With Thanksgiving over, local charities and businesses are busy selling truckloads of Christmas trees to generate a little green of a different kind.
Tree sales are big business at this time of year, whether it's for charity or for profit.
While some people bought trees the day before Thanksgiving, many Southern New Hampshire sellers didn't put theirs out until the day after — then they watched as shoppers scooped them up on Black Friday.
"It seems to be a little bit earlier this year," said Ron Hill, owner of Shady Hill Greenhouses & Nursery in Londonderry.
He put many of his trees out Friday and said yesterday that several days of sunny weather since then certainly helped sales, especially over the weekend.
"They have been very positive," he said. "I think the weather helps."
While many people had Christmas lights on their homes before Thanksgiving and some had bought their balsams and Fraser firs, Hill is one of several local sellers interviewed who prefers to take one holiday at a time.
"I think we should celebrate Thanksgiving, then do Christmas," he said.
Even if customers aren't coming to buy Christmas trees, they don't necessarily walk away empty-handed.
Katherine Estes of Londonderry, who said she and her husband, Andrew, usually put up an artificial tree each year, stopped off at Shady Hill yesterday afternoon to buy her second wreath in two days.
"It was so beautiful, I came back today," she said.
At Windham Junction Country Gift Shop & Kitchen, owner Jon Normington said he's noticed a lot of people are in the holiday spirit.
Normington has sold more than half of the approximately 200 trees he put out for sale Friday. He will soon buy more from a grower in Canada and said he expects to sell at least 400 this season. His small trees sell for about $25 and large ones go for up to $150.
"We're way ahead of last year's numbers," he said.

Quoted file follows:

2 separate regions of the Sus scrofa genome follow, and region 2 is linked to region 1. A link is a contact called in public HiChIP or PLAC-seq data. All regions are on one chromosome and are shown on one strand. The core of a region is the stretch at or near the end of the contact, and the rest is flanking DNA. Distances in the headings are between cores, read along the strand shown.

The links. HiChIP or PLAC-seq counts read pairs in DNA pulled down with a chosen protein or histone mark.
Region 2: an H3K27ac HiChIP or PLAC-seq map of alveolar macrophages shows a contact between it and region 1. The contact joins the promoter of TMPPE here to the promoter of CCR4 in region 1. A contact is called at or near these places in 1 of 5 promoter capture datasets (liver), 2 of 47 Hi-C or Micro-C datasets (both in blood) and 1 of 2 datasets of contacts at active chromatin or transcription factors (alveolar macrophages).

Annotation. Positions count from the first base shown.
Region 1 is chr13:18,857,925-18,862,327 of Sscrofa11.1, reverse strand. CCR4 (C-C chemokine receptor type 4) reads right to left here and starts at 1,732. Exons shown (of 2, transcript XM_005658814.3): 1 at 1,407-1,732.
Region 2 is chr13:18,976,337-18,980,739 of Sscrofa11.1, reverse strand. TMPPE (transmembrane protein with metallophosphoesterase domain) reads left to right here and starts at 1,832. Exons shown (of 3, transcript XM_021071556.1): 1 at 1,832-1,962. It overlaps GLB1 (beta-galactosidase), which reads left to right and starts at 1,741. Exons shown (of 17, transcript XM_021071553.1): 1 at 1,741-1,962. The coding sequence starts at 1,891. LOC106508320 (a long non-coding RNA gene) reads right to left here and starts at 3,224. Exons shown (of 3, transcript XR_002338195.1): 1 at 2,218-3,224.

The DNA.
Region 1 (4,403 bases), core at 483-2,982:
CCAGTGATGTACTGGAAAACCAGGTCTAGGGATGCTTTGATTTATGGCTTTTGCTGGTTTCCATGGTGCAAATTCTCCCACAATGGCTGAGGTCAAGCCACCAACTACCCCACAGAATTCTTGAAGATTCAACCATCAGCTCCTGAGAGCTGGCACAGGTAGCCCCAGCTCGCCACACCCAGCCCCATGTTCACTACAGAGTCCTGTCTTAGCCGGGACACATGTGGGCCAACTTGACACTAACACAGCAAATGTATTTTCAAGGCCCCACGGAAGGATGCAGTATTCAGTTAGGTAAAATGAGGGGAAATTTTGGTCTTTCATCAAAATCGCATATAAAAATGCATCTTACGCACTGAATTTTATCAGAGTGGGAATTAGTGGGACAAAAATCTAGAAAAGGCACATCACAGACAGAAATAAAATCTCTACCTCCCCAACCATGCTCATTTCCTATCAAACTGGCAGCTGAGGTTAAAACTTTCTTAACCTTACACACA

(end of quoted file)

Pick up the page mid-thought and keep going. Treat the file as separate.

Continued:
While some businesses find Christmas tree sales are a good way to boost revenue, local charities said they are a great way to help others.
At the Londonderry Lions Club, members are selling 660 trees this holiday season. All the proceeds will go to the Lions' eye care fund and student scholarships. The trees were delivered Friday and the organization sold about 25 that day, member Paul Bauer said.
The club sells trees for $40 and above, with many from 8 to 13 feet tall, he said.
"A lot of people like big trees, so they come to us," Bauer said.
In Derry, members of St. Mark's Masonic Lodge were out in force yesterday afternoon, ready to help customers with their trees.
The evergreens, which range from $20 for "Charlie Brown" trees to $100 for large ones, line the lawn and steps of the Masonic hall on Broadway. The organization usually buys 400 trees each year, member George Chapman said. The proceeds benefit the local food pantry, Community Caregivers of Greater Derry, Sonshine Soup Kitchen and the Derry News Santa Fund.
"We don't want to be left without any and we don't want to run short," Chapman said.
The organization has sold trees for more than 20 years, and the same customers return each holiday season.
"We watched the kids grow up," Treasurer Al Lamson said. "They come back every year."
Americans bought about 28 million farm-grown Christmas trees and 11 million artificial trees in each of the last two years, according to the National Christmas Tree Association. Meanwhile, the New Hampshire-Vermont Christmas Tree Association reports a large increase in people cutting their own.
Material from The Associated Press was used for this report.
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